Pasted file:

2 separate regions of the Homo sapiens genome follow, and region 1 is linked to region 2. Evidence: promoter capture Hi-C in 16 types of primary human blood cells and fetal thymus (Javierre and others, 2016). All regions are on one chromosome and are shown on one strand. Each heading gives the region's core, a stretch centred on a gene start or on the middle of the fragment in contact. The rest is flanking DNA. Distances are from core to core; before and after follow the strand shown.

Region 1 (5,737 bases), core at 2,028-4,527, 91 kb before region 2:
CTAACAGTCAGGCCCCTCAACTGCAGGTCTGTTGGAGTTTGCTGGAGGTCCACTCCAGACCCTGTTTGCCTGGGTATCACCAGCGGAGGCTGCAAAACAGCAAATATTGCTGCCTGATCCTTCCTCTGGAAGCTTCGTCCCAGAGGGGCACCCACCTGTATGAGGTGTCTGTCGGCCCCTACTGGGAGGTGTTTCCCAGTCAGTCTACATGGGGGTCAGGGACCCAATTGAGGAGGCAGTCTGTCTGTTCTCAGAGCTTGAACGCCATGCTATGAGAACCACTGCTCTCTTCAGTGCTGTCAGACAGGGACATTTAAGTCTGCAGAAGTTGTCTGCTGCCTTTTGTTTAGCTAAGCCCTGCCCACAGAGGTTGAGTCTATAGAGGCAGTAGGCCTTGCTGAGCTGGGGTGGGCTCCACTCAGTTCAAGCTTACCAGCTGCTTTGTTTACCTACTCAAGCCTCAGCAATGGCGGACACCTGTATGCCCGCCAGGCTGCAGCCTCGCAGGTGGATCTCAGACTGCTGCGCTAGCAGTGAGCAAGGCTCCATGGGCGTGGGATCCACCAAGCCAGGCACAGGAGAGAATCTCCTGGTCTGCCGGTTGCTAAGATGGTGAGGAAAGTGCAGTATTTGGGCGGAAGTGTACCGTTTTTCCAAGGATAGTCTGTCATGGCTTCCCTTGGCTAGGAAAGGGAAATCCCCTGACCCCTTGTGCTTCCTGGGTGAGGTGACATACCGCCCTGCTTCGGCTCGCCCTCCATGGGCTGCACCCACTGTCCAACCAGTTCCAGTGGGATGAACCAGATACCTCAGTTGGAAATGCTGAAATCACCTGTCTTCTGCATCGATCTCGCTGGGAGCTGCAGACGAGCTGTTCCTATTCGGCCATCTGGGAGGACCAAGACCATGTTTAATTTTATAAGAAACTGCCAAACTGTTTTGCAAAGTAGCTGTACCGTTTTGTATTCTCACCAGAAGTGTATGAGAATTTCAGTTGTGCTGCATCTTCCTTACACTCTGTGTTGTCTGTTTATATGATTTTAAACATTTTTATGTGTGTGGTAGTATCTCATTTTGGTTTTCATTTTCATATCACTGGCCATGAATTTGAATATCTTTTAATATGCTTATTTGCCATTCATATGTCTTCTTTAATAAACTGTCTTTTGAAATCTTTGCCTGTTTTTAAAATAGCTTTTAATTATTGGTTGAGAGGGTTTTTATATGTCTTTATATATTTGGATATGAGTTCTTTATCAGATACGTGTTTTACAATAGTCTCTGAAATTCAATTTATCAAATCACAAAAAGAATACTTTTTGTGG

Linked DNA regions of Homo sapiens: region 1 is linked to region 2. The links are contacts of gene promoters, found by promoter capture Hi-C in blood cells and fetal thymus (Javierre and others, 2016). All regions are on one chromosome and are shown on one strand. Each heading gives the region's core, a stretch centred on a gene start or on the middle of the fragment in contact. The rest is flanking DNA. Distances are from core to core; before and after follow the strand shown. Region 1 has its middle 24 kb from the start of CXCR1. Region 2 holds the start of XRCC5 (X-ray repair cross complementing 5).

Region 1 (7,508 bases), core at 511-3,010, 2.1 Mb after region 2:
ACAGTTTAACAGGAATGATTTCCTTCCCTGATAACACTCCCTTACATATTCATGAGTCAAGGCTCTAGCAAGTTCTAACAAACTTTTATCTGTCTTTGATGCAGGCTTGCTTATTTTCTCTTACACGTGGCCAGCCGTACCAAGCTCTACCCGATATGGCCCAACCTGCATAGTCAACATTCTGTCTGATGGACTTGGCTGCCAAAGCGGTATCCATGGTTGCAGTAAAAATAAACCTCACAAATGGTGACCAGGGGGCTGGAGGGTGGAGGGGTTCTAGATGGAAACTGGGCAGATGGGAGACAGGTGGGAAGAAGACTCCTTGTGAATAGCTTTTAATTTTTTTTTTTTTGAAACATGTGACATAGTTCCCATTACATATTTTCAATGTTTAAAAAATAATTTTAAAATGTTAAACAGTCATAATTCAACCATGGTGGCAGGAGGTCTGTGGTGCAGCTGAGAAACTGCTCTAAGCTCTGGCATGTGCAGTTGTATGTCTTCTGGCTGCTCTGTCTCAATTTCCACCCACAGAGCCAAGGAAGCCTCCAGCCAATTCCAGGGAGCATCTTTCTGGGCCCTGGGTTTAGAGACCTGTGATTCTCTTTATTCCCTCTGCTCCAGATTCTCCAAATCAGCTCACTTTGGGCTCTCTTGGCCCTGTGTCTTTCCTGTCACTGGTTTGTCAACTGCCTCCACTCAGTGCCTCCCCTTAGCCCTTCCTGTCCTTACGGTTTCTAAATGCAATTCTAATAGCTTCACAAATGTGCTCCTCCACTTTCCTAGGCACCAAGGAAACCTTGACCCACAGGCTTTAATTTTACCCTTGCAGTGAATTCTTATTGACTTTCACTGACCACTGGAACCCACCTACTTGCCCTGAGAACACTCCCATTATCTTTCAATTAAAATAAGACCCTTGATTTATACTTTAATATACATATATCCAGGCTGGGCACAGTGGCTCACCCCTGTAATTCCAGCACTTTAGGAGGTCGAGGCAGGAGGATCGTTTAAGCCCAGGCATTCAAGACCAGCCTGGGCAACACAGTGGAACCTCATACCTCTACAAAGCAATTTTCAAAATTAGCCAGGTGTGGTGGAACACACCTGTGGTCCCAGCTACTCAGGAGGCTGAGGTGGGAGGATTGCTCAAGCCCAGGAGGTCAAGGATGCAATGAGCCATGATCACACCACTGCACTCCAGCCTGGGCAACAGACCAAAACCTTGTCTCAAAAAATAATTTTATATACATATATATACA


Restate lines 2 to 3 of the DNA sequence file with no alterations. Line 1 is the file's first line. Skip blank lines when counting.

Region 1 (5,737 bases), core at 2,028-4,527, 91 kb before region 2:
CTAACAGTCAGGCCCCTCAACTGCAGGTCTGTTGGAGTTTGCTGGAGGTCCACTCCAGACCCTGTTTGCCTGGGTATCACCAGCGGAGGCTGCAAAACAGCAAATATTGCTGCCTGATCCTTCCTCTGGAAGCTTCGTCCCAGAGGGGCACCCACCTGTATGAGGTGTCTGTCGGCCCCTACTGGGAGGTGTTTCCCAGTCAGTCTACATGGGGGTCAGGGACCCAATTGAGGAGGCAGTCTGTCTGTTCTCAGAGCTTGAACGCCATGCTATGAGAACCACTGCTCTCTTCAGTGCTGTCAGACAGGGACATTTAAGTCTGCAGAAGTTGTCTGCTGCCTTTTGTTTAGCTAAGCCCTGCCCACAGAGGTTGAGTCTATAGAGGCAGTAGGCCTTGCTGAGCTGGGGTGGGCTCCACTCAGTTCAAGCTTACCAGCTGCTTTGTTTACCTACTCAAGCCTCAGCAATGGCGGACACCTGTATGCCCGCCAGGCTGCAGCCTCGCAGGTGGATCTCAGACTGCTGCGCTAGCAGTGAGCAAGGCTCCATGGGCGTGGGATCCACCAAGCCAGGCACAGGAGAGAATCTCCTGGTCTGCCGGTTGCTAAGATGGTGAGGAAAGTGCAGTATTTGGGCGGAAGTGTACCGTTTTTCCAAGGATAGTCTGTCATGGCTTCCCTTGGCTAGGAAAGGGAAATCCCCTGACCCCTTGTGCTTCCTGGGTGAGGTGACATACCGCCCTGCTTCGGCTCGCCCTCCATGGGCTGCACCCACTGTCCAACCAGTTCCAGTGGGATGAACCAGATACCTCAGTTGGAAATGCTGAAATCACCTGTCTTCTGCATCGATCTCGCTGGGAGCTGCAGACGAGCTGTTCCTATTCGGCCATCTGGGAGGACCAAGACCATGTTTAATTTTATAAGAAACTGCCAAACTGTTTTGCAAAGTAGCTGTACCGTTTTGTATTCTCACCAGAAGTGTATGAGAATTTCAGTTGTGCTGCATCTTCCTTACACTCTGTGTTGTCTGTTTATATGATTTTAAACATTTTTATGTGTGTGGTAGTATCTCATTTTGGTTTTCATTTTCATATCACTGGCCATGAATTTGAATATCTTTTAATATGCTTATTTGCCATTCATATGTCTTCTTTAATAAACTGTCTTTTGAAATCTTTGCCTGTTTTTAAAATAGCTTTTAATTATTGGTTGAGAGGGTTTTTATATGTCTTTATATATTTGGATATGAGTTCTTTATCAGATACGTGTTTTACAATAGTCTCTGAAATTCAATTTATCAAATCACAAAAAGAATACTTTTTGTGG